The Australian government is seeking his safe return from Thailand. Former Socceroos captain Craig Foster has been tireless in leading the calls for Al-Araibi’s release and is supported by the World Players Association and the International Olympic Committee. FIFPro is also an organisation that has done a lot. But what of world soccer?
FIFA, which runs world soccer, has recently strengthened its human rights policy. This is part of its efforts to rehabilitate itself after the disgraceful reputation it garnered under the (former) presidency of Sepp Blatter. Its human rights policy filters down to office-holders in its regional confederations, including the AFC. Under its own policy and statutes (see Articles 3 and 4), it has a duty to step in and help Al-Araibi.
Hakeem’s predicament arises from football. His high profile from football is likely why he was tortured in the first place. His outspokenness against Sheikh Salman may be why Bahrain is relentlessly pursuing what looks like a bogus charge and conviction.
This matter is most certainly FIFA’s business. And even more clearly it is the business of the AFC.
Within the AFC, the matter is being managed by its senior vice-president, Praful Patel, with Sheikh Salman being deemed to have a conflict of interest in matters concerning AFC’s Western Zone, which includes Bahrain.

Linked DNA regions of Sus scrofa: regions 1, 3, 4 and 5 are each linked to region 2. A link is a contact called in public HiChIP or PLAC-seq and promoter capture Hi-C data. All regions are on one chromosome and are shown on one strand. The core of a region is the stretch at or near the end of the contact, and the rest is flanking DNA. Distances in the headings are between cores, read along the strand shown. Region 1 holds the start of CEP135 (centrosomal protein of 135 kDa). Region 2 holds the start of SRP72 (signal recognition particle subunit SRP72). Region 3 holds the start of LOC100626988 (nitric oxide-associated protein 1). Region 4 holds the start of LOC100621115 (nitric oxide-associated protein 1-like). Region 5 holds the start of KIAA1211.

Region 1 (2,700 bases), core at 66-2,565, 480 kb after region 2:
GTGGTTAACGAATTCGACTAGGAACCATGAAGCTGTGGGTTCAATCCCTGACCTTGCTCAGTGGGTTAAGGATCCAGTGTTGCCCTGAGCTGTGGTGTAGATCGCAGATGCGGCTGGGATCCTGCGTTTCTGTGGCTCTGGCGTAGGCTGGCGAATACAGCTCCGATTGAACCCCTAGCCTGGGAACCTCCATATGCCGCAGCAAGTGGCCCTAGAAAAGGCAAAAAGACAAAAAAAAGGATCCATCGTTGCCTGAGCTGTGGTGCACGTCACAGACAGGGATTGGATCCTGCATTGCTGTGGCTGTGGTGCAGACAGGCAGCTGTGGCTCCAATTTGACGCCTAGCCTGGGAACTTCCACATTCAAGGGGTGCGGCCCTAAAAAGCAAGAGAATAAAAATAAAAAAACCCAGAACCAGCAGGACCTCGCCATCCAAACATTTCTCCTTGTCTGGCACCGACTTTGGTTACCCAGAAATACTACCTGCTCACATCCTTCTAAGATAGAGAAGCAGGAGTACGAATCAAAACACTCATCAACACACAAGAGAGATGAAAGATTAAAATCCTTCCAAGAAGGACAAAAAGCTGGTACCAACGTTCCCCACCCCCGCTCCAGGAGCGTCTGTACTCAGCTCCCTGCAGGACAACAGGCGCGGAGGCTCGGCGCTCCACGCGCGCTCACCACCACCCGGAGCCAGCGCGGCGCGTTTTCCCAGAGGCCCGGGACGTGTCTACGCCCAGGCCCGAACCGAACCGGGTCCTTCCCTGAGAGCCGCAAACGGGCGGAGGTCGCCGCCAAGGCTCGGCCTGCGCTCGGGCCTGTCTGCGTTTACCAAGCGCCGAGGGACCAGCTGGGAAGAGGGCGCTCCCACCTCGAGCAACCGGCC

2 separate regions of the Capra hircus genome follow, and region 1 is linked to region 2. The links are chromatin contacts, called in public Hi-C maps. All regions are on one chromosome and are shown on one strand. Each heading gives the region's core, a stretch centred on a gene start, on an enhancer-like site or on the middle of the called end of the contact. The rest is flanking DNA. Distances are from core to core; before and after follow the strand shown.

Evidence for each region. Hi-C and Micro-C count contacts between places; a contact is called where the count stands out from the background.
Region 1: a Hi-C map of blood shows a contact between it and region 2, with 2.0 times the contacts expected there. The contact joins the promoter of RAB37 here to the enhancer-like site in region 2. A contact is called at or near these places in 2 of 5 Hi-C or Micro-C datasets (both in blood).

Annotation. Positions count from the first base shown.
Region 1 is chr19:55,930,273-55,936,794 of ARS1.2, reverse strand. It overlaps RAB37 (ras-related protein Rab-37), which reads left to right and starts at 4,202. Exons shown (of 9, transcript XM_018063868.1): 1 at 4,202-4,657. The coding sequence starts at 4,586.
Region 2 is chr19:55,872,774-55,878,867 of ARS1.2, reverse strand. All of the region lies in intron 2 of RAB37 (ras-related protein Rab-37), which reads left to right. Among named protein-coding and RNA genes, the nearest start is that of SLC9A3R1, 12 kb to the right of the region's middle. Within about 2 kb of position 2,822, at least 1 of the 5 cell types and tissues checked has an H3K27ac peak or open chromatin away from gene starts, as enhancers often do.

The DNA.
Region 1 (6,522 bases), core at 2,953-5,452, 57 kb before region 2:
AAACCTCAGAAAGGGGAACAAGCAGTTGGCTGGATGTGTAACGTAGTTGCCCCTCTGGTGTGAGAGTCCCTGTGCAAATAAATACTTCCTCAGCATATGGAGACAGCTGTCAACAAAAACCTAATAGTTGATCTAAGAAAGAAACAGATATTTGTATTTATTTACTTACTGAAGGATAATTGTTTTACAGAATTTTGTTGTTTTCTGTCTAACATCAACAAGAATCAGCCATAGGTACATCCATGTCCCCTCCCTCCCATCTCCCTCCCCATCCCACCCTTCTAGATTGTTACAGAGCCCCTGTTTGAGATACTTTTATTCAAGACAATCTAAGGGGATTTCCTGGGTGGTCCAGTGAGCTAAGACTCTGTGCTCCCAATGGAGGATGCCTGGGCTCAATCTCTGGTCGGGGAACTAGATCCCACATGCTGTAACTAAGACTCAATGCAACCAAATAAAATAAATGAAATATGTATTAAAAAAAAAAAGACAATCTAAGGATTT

The admission of such a large conflict of interest must raise questions over the viability of Salman’s position, aside from the implication of his involvement in Al-Araibi’s plight. How can the AFC continue with a president who must eschew involvement in one of only five zones?
The slowness of the FIFA-AFC reaction raises doubts over the robustness with which world soccer is prepared to address human rights issues. Forty-five days is a long time for a person to sit in detention contemplating torture. But … better late than never, perhaps.
Is there more that world soccer can do? In the bad old days of Blatter, FIFA claimed it was powerless to address soccer-related abuses, such as those related to labour rights in erecting stadiums in Qatar for the 2022 World Cup.